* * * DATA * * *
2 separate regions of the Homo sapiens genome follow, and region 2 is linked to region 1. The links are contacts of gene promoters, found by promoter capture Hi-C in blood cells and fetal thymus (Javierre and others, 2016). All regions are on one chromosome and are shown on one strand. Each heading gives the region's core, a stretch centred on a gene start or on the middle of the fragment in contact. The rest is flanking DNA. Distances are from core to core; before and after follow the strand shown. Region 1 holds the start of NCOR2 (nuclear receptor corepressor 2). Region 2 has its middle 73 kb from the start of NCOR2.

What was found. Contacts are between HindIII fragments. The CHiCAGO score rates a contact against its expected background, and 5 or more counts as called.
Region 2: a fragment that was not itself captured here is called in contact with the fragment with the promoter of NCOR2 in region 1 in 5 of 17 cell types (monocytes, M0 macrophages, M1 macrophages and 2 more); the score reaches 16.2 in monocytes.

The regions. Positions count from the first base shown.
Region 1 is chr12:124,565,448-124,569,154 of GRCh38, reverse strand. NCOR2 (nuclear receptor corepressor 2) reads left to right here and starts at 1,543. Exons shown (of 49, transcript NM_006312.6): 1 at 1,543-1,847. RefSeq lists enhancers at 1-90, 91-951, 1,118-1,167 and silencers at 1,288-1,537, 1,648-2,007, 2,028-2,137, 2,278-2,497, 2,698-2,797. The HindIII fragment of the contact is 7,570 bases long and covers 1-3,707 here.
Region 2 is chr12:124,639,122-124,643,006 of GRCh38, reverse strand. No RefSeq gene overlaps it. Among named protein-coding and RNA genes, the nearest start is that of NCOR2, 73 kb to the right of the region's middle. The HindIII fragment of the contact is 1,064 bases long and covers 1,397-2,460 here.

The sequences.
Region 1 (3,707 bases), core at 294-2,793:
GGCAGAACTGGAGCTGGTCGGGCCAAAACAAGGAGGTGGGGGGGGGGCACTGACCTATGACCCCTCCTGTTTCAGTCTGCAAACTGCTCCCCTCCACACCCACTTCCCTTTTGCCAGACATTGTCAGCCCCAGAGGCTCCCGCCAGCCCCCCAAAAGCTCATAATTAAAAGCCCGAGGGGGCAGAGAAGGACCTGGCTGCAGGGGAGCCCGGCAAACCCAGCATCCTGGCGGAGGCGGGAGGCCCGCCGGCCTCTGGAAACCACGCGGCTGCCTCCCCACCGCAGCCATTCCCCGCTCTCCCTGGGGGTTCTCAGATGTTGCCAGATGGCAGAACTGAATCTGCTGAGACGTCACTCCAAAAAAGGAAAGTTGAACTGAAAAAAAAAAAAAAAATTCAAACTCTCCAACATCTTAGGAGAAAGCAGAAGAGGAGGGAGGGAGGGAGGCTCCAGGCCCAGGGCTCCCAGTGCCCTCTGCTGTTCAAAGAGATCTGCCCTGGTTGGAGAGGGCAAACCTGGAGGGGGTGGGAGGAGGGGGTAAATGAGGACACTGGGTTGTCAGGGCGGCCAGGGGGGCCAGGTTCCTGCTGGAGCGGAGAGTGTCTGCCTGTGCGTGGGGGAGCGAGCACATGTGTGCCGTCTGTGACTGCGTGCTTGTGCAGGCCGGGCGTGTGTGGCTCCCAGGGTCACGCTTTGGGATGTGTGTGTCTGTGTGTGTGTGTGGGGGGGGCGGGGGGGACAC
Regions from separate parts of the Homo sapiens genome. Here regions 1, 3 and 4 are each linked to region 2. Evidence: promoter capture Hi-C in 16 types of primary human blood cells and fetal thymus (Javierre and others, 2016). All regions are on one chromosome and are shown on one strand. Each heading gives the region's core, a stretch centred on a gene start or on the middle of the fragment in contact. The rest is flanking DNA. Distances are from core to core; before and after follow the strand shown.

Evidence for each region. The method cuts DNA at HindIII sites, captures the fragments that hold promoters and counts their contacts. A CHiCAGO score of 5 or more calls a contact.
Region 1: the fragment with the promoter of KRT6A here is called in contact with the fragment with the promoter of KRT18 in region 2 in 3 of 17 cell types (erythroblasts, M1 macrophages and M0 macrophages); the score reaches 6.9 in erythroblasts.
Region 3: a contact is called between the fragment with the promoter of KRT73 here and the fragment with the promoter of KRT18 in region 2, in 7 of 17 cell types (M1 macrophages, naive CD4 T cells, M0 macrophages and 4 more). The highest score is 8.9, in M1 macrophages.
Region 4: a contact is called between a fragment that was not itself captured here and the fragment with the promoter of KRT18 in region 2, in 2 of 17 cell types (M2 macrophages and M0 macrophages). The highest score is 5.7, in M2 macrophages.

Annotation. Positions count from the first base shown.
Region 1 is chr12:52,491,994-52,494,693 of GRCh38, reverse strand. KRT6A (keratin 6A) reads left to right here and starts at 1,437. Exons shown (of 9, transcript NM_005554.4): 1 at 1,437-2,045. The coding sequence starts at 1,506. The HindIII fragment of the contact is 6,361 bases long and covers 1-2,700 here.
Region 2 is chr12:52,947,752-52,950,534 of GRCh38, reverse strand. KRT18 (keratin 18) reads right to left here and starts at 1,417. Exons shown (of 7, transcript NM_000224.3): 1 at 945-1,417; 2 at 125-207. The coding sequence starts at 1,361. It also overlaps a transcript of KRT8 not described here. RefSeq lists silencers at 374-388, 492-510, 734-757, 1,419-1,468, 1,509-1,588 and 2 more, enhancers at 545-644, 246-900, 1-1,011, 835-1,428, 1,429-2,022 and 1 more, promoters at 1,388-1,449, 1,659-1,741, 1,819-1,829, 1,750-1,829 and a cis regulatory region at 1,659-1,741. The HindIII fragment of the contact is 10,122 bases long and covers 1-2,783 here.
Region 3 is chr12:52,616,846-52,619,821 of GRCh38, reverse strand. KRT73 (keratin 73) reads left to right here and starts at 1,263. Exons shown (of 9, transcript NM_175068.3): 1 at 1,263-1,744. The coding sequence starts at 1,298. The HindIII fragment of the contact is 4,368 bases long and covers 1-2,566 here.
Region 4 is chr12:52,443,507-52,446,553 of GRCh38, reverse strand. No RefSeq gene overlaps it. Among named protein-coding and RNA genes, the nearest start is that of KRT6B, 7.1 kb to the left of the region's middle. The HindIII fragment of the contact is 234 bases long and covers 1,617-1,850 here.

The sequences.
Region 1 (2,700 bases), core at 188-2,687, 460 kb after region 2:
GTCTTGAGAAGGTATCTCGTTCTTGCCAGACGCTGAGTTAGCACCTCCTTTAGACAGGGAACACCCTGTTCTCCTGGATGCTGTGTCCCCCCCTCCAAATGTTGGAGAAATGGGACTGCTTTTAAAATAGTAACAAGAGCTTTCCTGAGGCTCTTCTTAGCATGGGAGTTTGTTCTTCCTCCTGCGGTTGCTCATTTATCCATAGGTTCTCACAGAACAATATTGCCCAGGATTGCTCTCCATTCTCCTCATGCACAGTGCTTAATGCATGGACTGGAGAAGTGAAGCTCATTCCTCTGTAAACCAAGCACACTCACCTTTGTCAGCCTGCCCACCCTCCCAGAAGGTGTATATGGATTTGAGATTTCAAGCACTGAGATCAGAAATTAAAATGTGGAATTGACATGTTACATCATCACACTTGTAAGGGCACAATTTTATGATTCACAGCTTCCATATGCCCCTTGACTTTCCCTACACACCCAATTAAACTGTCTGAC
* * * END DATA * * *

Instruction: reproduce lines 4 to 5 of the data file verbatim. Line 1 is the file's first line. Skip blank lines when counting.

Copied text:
The regions. Positions count from the first base shown.
Region 1 is chr12:124,565,448-124,569,154 of GRCh38, reverse strand. NCOR2 (nuclear receptor corepressor 2) reads left to right here and starts at 1,543. Exons shown (of 49, transcript NM_006312.6): 1 at 1,543-1,847. RefSeq lists enhancers at 1-90, 91-951, 1,118-1,167 and silencers at 1,288-1,537, 1,648-2,007, 2,028-2,137, 2,278-2,497, 2,698-2,797. The HindIII fragment of the contact is 7,570 bases long and covers 1-3,707 here.